By Ambassador Ufuk Gokcen, The Huffington Post – 2 Nov 2012
We are again bombarded by photographs and news of renewed violence in Myanmar's Arakan region (officially Rakhine state). Meanwhile, at the UN in New York, the delegates listened to the report of UN Human Rights Special Rapporteur for Myanmar Mr. Quintana. While recognizing the democratization efforts in the country, he underlined that it was vital for the Myanmar government and all concerned to prevent further violence, to defuse tensions between the Rakhine Buddhist and Rohingya Muslim communities, and to address the underlying causes of inter-communal unrest.
Like Mr. Quintana, many continue to be concerned with the lack of an articulated policy by the government for integration and long-term reconciliation between the two communities. However, at the moment, preventing further violence, saving lives, and providing emergency humanitarian relief is the priority.
During the past days, Rohingya villages in the Rakhine state came under coordinated attacks by the so-called Rakhine vigilantes. Satellite images of totally destroyed Rohingya villages did not leave any doubt about what had really happened. Rohingya sources reported that from October 21 to 26, over 30 Rohingya villages and 5,086 houses in Kyauk Phyu, Kyauk Taw, Minbyar, Rambray, Pauktaw, and Myauk-U townships in Southern Rakhine state were torched.
Observers reported that the security forces were overwhelmed and could not control the Rakhine Buddhist groups. There are again allegations of assistance by some elements in the local police to the Rakhine mobs. Rohingya leaders give credit to the Union government and the army's timely interventions. Resolve of the security forces must have protected Rohingya villagers from potentially much wider massacres and further attacks. Since the May-June riots, the army was resolved not to allow any more violence, even at the expense of restricting movement and separation of Rohingya communities. However, the situation was not sustainable without a real reconciliation, and under the incitement of extremists, violence recurred.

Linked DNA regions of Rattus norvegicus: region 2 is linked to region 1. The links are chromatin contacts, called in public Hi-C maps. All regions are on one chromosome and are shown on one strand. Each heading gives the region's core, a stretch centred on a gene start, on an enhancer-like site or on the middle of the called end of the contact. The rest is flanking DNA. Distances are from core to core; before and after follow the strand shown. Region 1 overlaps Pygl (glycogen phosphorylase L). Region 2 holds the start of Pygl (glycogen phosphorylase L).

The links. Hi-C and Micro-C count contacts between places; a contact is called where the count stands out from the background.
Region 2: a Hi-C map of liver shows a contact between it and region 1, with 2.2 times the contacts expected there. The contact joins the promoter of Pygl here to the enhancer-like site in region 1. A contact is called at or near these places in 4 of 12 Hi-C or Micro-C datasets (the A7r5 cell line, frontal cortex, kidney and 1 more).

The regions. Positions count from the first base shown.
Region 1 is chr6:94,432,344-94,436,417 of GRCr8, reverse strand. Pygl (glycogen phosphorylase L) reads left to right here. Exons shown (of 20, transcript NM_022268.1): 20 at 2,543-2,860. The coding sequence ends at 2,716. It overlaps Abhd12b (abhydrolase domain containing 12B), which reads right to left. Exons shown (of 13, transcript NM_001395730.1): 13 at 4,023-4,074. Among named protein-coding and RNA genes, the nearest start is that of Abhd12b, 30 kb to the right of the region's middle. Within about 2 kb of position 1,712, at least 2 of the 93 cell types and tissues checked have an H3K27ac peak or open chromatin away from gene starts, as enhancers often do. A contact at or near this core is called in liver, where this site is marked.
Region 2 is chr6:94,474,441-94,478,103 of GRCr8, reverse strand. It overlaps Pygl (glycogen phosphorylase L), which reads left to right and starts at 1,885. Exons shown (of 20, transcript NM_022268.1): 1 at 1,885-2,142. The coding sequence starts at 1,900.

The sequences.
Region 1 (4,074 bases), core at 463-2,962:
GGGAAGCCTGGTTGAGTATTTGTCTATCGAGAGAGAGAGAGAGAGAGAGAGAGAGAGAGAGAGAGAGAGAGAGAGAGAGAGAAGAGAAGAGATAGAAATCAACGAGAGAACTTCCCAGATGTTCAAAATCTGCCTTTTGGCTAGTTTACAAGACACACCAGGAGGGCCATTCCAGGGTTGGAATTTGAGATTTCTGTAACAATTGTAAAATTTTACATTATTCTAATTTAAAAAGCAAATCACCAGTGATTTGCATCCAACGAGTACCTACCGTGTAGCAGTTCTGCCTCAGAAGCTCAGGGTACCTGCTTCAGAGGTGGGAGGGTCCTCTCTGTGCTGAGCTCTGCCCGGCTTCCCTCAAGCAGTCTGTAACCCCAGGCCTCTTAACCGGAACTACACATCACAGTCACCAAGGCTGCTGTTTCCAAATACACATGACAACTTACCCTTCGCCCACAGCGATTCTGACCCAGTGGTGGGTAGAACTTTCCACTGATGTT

The Rohingya diaspora cries for an international rescue operation for the escaping Rohingyas stranded on precarious floating boats at sea. They estimated a total of 9,000 Rohingyas were at sea, in the forests, and on open ground without food or basic necessities. There were already around 70,000 registered Rohingya IDPs in the camps before the recent violence. Wounded and sick Rohingyas are afraid to go to hospitals.
Rohingya community leaders suspect that an ethnic cleansing campaign was conceived on September 27 at the Rakhine National Congress, which took place in Rathedaung where reportedly the formation of a 6,000 strong Rakhine youth force was agreed upon. They point out that extreme local political forces in alliance with local monks are behind the recent attacks. They insist that well organized and coordinated anti-Rohingya protests by the youth, women, and monks and poisonous social media campaigns were signs of a malign intent that was instigated and orchestrated by the racist and ultra nationalist local Rakhine political forces.
While Rakhine nationalists irrationally blame the Rohingya population for conspiring against the interests of the Rakhine majority by having a higher birth rate and for being outsiders or descendents of outsiders, Rohingya leaders lament that they might have underestimated at the time when news came out of the Rakhine National Convention that so-called Rakhine forces would be coordinating attacks to drive Rohingyas out of their villages towards the North and border areas with Bangladesh.